Autoethnography is “an approach to research and writing that seeks to describe and systematically analyze personal experience in order to understand cultural experience” (Ellis 2011) As a method, autoethnography combines characteristics of autobiography and ethnography (Ellis 2011), which will be utilised to understand the protagonist Tetsuo in Akira film.
When writing an autobiography, an author retroactively and selectively writes about their “epiphanies” – remembered moments, crises and events with significant impact on a person’s life (Ellis 2001).
I will begin my autoethnography journey by looking back into my past.
Japanese anime has been no stranger to me.
One of my biggest hobbies during my adolescence was reading Japanese manga and watching Japanese anime. My two favorite manga series, which both had their anime adaptations, were Inuysha and Ranma ½, all written by Japanese manga artist Rumiko Takahashi. Despite my early and extensive exposure, I have never pondered over whether there were any motifs or dominant themes in the world of Japanese anime.
Until today, I got the chance to watch Akira, a Japanese animated sci-fi cyberpunk action film depicting a dystopian version of Tokyo in the year 2019.
The very moment when Tetsuo’s grotesque, gigantic body transformation was overflowing the screen in my class, it suddenly dawned on me that most of the Japanese anime that I enjoyed do have one thing common: Metamorphosis.
Inuyasha anime features a half-demon-half-human who could turn into a ‘real human’ or a ‘full-fledged demon’ in different cases. Ranma ½ is about the protagonist Ranma who is cursed to switch between being a girl and a boy when splashed with water. Tetsuo’s body in the film ending, similarly, is also transformed. However, both Inuyasha and Ranma possess confused and comic figures, while Tetsuo’s metamorphism is confused and terrifying. These two different ways of body representations are very popular in Japanese animation, especially when it comes to the notion of the adolescent body as a site of metamorphosis (Susan 2001).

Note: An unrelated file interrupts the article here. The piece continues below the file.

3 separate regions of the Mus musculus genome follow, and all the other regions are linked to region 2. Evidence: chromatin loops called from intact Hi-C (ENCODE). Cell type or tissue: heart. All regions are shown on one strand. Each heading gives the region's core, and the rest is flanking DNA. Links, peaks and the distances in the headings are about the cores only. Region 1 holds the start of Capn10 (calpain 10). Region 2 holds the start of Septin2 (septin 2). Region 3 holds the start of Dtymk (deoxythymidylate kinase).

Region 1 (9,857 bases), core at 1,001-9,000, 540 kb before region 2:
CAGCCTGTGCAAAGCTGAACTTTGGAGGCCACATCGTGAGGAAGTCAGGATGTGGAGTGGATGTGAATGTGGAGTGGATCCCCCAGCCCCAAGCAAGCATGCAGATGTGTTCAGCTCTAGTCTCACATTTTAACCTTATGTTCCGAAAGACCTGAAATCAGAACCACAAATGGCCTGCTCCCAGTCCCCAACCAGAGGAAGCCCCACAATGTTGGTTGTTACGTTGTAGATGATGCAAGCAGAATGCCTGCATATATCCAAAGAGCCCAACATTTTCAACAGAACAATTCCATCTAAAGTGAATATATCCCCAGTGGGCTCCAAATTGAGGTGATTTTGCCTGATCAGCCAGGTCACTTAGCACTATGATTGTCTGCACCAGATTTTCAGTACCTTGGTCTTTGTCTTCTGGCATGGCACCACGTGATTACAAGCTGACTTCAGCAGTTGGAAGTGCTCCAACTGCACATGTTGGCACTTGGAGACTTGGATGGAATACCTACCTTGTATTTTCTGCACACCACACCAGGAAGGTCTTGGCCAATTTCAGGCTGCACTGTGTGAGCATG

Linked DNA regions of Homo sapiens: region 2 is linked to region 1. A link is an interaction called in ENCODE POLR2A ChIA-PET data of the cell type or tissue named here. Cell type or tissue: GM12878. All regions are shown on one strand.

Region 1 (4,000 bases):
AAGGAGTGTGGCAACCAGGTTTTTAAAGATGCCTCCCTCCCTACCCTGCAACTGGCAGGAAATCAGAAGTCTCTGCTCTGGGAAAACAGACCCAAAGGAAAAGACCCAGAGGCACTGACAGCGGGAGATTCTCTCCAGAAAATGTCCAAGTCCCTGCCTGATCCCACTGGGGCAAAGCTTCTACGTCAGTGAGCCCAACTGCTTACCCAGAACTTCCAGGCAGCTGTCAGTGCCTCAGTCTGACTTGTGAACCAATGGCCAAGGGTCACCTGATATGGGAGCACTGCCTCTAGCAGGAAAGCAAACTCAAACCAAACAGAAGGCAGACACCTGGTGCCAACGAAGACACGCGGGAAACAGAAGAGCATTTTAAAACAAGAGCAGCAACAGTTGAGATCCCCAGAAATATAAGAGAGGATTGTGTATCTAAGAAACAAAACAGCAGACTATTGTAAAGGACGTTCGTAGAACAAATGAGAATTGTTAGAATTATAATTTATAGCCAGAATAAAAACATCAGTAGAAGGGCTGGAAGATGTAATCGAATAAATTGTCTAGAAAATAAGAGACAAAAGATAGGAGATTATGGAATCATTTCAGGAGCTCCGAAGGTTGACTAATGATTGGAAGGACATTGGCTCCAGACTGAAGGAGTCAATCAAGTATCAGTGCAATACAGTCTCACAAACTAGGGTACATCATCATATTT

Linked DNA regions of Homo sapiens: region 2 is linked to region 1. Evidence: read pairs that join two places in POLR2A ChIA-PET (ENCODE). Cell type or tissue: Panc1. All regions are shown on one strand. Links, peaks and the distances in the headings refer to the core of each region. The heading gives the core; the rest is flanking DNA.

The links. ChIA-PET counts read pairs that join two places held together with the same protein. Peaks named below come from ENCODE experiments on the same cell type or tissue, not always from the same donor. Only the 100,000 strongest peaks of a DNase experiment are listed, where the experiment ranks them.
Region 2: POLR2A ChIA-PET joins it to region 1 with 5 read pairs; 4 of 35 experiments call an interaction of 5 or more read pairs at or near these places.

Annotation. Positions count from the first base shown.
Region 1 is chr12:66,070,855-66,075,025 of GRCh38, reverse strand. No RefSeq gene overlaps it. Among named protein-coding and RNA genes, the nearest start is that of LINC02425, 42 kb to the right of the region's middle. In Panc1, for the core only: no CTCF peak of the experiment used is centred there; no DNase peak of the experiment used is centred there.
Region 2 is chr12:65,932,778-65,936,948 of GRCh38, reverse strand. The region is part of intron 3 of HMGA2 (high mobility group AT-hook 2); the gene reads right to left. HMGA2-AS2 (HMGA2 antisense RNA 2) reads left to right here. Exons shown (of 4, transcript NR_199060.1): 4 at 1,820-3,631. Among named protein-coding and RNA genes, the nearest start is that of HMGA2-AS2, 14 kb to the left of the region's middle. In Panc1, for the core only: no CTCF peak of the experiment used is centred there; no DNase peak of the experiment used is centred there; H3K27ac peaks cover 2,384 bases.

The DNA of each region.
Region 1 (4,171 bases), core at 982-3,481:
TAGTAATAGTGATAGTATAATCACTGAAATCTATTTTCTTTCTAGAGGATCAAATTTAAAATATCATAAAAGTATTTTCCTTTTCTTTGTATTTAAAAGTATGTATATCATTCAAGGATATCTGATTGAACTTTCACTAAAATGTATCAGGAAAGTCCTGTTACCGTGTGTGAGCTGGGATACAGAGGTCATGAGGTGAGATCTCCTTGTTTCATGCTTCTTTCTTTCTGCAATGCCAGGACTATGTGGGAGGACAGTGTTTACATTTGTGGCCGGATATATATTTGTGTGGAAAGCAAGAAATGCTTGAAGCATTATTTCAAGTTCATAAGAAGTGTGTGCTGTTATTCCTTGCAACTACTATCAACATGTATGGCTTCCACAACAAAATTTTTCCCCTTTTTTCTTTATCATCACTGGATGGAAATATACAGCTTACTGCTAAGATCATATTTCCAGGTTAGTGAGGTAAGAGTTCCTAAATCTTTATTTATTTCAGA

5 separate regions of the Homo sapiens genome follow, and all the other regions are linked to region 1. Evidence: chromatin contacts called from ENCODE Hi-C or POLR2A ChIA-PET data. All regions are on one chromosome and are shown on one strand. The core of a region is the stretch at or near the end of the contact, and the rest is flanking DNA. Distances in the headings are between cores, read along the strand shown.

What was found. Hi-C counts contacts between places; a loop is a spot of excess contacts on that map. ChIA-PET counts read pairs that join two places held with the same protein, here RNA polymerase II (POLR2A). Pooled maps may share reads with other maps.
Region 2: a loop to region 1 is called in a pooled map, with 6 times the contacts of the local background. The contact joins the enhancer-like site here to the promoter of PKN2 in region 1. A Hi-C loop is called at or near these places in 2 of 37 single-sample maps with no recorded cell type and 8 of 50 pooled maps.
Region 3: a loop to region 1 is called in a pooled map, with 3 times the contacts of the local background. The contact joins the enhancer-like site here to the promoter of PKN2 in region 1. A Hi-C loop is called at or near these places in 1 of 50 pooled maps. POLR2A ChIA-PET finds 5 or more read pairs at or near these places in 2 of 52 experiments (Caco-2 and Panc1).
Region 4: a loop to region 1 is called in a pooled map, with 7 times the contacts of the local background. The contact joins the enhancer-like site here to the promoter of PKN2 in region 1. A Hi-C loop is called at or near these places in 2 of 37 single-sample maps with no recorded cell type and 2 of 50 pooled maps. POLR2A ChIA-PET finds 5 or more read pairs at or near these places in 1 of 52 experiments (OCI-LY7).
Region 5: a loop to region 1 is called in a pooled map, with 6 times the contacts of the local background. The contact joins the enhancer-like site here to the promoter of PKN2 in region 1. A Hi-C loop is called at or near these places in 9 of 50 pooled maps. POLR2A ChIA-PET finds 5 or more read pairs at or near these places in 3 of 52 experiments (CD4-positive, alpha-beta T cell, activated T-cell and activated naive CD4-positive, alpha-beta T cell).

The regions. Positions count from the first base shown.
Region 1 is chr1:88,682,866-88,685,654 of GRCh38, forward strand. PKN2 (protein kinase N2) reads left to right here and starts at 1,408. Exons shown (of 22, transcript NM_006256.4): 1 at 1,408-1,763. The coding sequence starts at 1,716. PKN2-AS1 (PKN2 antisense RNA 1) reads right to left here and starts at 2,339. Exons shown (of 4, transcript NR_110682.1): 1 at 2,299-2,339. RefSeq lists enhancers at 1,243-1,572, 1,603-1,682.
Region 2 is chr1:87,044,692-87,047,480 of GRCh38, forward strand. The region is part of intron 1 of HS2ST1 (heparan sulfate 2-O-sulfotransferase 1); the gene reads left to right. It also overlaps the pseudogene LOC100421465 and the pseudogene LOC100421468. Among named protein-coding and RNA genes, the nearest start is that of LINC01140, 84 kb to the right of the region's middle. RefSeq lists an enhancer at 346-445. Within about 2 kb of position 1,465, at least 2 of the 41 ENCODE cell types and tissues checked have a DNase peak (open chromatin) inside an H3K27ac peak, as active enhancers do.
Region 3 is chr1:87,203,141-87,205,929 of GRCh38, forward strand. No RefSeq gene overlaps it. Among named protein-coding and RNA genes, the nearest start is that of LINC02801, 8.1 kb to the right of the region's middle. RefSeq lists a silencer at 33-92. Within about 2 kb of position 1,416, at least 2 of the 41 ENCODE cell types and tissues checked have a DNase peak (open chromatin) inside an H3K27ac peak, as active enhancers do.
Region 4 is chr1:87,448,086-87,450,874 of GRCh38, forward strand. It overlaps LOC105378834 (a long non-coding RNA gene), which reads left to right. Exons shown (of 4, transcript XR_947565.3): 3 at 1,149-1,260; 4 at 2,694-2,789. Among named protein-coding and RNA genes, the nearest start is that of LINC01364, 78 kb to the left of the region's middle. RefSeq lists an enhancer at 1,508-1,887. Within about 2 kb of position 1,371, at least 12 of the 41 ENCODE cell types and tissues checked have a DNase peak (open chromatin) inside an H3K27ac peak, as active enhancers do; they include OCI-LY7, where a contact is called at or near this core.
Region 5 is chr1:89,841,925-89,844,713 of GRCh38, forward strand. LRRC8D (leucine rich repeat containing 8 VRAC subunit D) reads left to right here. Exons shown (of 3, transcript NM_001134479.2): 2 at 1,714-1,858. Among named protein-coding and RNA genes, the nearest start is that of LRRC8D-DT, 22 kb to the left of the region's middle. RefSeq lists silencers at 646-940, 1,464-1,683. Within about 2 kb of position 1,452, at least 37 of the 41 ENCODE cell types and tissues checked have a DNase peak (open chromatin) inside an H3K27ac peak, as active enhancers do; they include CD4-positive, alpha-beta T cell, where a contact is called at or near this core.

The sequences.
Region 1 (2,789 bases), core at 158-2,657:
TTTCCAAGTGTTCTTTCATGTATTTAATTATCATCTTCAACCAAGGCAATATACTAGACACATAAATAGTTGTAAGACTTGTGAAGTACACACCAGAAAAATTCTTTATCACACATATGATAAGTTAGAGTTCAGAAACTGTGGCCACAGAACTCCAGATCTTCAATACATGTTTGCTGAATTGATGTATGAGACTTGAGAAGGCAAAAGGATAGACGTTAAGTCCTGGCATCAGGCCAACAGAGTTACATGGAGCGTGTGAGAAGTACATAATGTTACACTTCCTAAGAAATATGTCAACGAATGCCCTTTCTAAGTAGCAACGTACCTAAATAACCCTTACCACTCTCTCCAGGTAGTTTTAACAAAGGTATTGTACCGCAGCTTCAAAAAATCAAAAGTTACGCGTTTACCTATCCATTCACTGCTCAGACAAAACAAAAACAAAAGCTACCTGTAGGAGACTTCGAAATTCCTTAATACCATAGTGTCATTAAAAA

Autobiographers can make texts aesthetic and evocative by using techniques of “showing” to bring readers into the scene” – particularly into thoughts, emotions, and actions, in order to “experience an experience”.
Ethnography, as part of autobiography, studies a culture’s relational practices, common values and beliefs, and shared experiences for the purpose of helping insiders (cultural members) and outsiders (cultural strangers) better understand the culture (Susan 2001).
A special detail that struck me was the scene of Tetsuo attempting to jump start Kaneda’s enormous red motorcycle, only to be laughed at by his stronger comrade. A feeling of resentment towards the gang and pity for Tetsuo emerged from inside me, seeing Tetsuo silently going back to his motorbike.
Throughout the film, Tetsuo gradually becomes a victim, a protester to the oppressive authority, and a criminal. However, when Tetsuo drags Kaneda into his body metamorphosis, Tetsuo is screaming, begging for help from Kaneda. Before Tatsuo disappears, he shows Kaneda his memory of when they first met and how Kaneda started protecting Tetsuo. After all, Tetsuo is still a frightened and alienated adolescent in the crisis that made him monstrous both to himself and others.
Inuyasha, as a half-demon, has always been outcast by both humans and demons. Ranma, with his gender transformation, is considered as ‘weird, abnormal’ by everyone else. Tetsuo, Inuyasha and Ranma all fit into dominant themes in Japanese cultural self-representation, which ‘have long been those of uniqueness, isolation, and victimization – hence of a lone nation struggling against all odds’ (Susan 2001).
In conclusion, using different forms of autobiography – personal narratives, layered accounts and co-constructed narratives (the live-tweeting experience with my peers), I have broadened my understanding of the representation of Tetsuo in Akira, and on the broader scale, the Japanese anime world and the Japanese culture.
Ellis, C, Adams, T.E & Bochner, A.P, ‘Autoethnography: An Overview’, Forum Qualitative Social Research, vol. 12, no. 1, <http://www.qualitativeresearch.net/index.php/fqs/article/view/1589/3095>
Susan, N 2001, Anime from Akira to Princess Mononoke: experiencing contemporary Japanese animation, Palgrave, New York.